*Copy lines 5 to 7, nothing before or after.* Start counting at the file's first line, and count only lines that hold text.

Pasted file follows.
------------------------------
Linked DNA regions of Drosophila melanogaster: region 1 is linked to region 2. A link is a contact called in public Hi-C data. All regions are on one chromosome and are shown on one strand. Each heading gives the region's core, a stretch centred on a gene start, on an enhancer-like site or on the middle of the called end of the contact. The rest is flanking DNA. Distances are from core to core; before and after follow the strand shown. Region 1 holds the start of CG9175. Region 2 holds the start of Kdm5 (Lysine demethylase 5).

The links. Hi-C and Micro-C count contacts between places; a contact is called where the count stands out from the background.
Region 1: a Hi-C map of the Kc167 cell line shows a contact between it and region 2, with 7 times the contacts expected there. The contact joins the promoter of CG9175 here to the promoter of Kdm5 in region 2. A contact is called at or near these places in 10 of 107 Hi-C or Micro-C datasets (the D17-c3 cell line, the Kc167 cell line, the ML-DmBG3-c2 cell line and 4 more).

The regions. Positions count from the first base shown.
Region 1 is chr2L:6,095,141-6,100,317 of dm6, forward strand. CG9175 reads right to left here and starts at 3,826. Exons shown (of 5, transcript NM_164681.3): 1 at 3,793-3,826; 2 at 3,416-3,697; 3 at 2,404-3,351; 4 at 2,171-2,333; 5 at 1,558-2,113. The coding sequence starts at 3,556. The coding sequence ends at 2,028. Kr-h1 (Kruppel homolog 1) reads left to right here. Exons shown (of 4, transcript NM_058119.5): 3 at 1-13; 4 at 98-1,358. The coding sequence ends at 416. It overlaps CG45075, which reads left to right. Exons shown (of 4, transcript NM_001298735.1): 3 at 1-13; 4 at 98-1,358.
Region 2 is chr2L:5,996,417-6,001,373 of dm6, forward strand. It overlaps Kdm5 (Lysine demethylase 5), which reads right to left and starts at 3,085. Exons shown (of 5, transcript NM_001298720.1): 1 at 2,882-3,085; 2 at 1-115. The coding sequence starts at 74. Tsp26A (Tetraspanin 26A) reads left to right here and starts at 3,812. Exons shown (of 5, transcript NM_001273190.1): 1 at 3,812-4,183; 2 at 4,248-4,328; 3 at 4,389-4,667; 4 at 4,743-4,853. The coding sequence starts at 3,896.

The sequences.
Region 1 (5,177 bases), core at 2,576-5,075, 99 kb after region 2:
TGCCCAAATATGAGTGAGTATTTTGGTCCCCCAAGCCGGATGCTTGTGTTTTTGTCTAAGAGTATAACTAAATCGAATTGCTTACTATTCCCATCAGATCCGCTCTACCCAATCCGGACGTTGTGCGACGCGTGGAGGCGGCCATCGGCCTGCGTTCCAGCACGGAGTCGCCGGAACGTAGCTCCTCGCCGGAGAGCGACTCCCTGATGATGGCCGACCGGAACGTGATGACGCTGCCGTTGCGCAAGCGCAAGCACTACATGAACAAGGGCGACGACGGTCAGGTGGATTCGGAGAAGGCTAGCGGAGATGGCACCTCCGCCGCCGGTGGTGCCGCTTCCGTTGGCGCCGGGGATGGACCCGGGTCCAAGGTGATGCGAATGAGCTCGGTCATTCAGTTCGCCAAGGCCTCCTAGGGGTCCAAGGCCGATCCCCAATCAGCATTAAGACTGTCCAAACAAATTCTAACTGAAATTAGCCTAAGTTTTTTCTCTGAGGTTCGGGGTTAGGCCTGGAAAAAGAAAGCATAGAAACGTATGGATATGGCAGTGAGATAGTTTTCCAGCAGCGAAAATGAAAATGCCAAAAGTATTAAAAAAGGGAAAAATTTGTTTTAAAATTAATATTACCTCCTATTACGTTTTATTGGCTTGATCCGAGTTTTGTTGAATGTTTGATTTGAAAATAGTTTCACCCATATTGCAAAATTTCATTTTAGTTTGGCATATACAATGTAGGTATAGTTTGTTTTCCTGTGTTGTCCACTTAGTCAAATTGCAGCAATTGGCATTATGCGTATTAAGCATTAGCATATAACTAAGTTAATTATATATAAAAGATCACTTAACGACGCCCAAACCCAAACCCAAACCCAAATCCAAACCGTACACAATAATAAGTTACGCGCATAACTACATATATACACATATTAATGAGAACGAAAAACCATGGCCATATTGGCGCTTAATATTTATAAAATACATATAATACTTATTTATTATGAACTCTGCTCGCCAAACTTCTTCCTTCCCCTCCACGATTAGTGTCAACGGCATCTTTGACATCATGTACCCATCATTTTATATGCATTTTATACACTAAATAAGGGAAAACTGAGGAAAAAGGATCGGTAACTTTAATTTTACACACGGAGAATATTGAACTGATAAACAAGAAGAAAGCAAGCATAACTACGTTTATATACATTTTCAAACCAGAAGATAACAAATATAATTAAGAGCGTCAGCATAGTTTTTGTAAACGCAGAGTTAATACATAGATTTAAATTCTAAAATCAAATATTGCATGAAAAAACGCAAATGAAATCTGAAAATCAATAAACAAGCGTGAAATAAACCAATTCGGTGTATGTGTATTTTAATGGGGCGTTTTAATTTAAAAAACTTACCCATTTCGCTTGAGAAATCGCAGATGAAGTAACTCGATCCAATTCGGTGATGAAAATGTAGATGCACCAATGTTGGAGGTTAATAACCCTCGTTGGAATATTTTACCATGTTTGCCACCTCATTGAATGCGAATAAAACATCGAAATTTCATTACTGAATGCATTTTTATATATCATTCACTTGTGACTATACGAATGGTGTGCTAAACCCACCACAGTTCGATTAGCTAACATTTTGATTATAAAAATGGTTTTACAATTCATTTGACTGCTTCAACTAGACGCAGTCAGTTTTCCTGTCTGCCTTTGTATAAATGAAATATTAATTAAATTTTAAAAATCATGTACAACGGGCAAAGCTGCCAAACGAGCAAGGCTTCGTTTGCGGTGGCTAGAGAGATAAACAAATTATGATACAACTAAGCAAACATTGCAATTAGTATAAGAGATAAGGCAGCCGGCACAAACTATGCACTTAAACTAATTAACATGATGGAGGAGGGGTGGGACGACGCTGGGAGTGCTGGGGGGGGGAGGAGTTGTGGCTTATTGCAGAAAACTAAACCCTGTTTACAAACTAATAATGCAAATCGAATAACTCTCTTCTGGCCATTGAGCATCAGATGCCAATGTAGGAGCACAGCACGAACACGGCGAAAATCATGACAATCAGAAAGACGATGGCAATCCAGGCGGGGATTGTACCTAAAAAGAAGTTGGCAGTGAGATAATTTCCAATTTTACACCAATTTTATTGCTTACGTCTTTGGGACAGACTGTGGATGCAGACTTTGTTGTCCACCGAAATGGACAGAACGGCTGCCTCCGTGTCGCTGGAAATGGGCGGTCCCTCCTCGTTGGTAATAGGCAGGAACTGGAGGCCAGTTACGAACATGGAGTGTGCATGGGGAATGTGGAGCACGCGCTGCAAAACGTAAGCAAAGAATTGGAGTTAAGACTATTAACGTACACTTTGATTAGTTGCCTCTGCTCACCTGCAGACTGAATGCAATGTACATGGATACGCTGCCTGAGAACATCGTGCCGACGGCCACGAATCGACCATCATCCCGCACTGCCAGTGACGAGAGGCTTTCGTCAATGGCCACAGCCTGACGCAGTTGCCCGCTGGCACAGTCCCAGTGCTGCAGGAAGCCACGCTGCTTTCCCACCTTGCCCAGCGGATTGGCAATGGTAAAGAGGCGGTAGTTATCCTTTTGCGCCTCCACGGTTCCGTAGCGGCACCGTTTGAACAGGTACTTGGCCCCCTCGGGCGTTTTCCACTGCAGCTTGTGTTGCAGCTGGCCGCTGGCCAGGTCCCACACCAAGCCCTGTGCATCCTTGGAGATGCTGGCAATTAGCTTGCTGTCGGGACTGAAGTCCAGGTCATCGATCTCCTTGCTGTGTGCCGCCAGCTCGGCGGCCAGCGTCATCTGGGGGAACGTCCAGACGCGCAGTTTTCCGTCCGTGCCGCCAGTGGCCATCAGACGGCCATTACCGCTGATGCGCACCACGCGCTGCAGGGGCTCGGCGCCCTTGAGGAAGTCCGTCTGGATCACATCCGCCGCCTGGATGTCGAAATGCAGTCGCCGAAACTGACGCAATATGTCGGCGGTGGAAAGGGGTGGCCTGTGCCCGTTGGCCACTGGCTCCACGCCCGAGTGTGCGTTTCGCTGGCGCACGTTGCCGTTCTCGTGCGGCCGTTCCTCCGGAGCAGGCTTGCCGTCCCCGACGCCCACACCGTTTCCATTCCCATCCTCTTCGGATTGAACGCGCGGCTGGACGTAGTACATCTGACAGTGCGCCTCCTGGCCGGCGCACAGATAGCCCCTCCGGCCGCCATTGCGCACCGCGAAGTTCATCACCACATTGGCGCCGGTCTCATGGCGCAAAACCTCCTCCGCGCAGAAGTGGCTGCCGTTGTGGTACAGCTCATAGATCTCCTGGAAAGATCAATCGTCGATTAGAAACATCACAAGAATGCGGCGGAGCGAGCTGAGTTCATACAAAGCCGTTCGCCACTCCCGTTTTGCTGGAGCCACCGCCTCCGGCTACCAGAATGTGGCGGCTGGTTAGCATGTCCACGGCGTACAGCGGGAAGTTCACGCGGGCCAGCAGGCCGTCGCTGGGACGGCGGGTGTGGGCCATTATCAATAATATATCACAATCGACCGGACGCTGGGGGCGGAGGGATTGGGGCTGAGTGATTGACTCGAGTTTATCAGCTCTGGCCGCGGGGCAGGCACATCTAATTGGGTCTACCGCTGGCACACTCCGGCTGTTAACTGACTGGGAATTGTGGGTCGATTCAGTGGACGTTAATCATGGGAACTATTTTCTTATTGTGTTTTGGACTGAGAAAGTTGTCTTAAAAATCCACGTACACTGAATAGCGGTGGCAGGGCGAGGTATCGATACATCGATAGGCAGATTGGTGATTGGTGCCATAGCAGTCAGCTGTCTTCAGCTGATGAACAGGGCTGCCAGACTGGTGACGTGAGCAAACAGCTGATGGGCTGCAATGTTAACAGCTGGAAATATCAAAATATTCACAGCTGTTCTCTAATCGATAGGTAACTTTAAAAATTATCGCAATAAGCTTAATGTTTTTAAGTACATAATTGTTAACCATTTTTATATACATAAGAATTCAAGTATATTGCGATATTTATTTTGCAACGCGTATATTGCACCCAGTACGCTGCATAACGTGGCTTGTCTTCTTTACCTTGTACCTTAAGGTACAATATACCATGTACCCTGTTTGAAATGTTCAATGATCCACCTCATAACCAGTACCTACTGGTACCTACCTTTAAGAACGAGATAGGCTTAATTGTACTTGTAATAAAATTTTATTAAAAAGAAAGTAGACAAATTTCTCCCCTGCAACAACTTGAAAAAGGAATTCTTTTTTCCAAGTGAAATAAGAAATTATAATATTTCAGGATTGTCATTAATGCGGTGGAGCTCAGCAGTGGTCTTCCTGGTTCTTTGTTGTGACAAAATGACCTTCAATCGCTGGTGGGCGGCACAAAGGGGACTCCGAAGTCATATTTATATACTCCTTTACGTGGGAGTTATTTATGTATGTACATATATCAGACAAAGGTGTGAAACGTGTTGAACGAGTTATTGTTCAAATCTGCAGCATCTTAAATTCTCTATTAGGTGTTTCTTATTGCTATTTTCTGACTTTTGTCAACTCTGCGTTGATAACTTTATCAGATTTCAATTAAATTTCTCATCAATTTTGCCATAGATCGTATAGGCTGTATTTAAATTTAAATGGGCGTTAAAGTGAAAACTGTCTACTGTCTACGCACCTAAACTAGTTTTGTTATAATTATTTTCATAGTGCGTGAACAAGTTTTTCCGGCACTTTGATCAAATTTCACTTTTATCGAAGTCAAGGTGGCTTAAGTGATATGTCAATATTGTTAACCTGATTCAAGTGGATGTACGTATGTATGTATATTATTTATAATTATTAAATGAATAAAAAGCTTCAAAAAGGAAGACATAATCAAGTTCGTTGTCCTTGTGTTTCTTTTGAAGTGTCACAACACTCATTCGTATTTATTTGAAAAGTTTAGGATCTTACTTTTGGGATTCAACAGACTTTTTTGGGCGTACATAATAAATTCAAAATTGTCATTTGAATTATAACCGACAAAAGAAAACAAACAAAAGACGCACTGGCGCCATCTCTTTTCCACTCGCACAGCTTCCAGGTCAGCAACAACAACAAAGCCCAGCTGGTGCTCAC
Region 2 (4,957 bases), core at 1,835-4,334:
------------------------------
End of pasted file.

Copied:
Region 1 is chr2L:6,095,141-6,100,317 of dm6, forward strand. CG9175 reads right to left here and starts at 3,826. Exons shown (of 5, transcript NM_164681.3): 1 at 3,793-3,826; 2 at 3,416-3,697; 3 at 2,404-3,351; 4 at 2,171-2,333; 5 at 1,558-2,113. The coding sequence starts at 3,556. The coding sequence ends at 2,028. Kr-h1 (Kruppel homolog 1) reads left to right here. Exons shown (of 4, transcript NM_058119.5): 3 at 1-13; 4 at 98-1,358. The coding sequence ends at 416. It overlaps CG45075, which reads left to right. Exons shown (of 4, transcript NM_001298735.1): 3 at 1-13; 4 at 98-1,358.
Region 2 is chr2L:5,996,417-6,001,373 of dm6, forward strand. It overlaps Kdm5 (Lysine demethylase 5), which reads right to left and starts at 3,085. Exons shown (of 5, transcript NM_001298720.1): 1 at 2,882-3,085; 2 at 1-115. The coding sequence starts at 74. Tsp26A (Tetraspanin 26A) reads left to right here and starts at 3,812. Exons shown (of 5, transcript NM_001273190.1): 1 at 3,812-4,183; 2 at 4,248-4,328; 3 at 4,389-4,667; 4 at 4,743-4,853. The coding sequence starts at 3,896.

The sequences.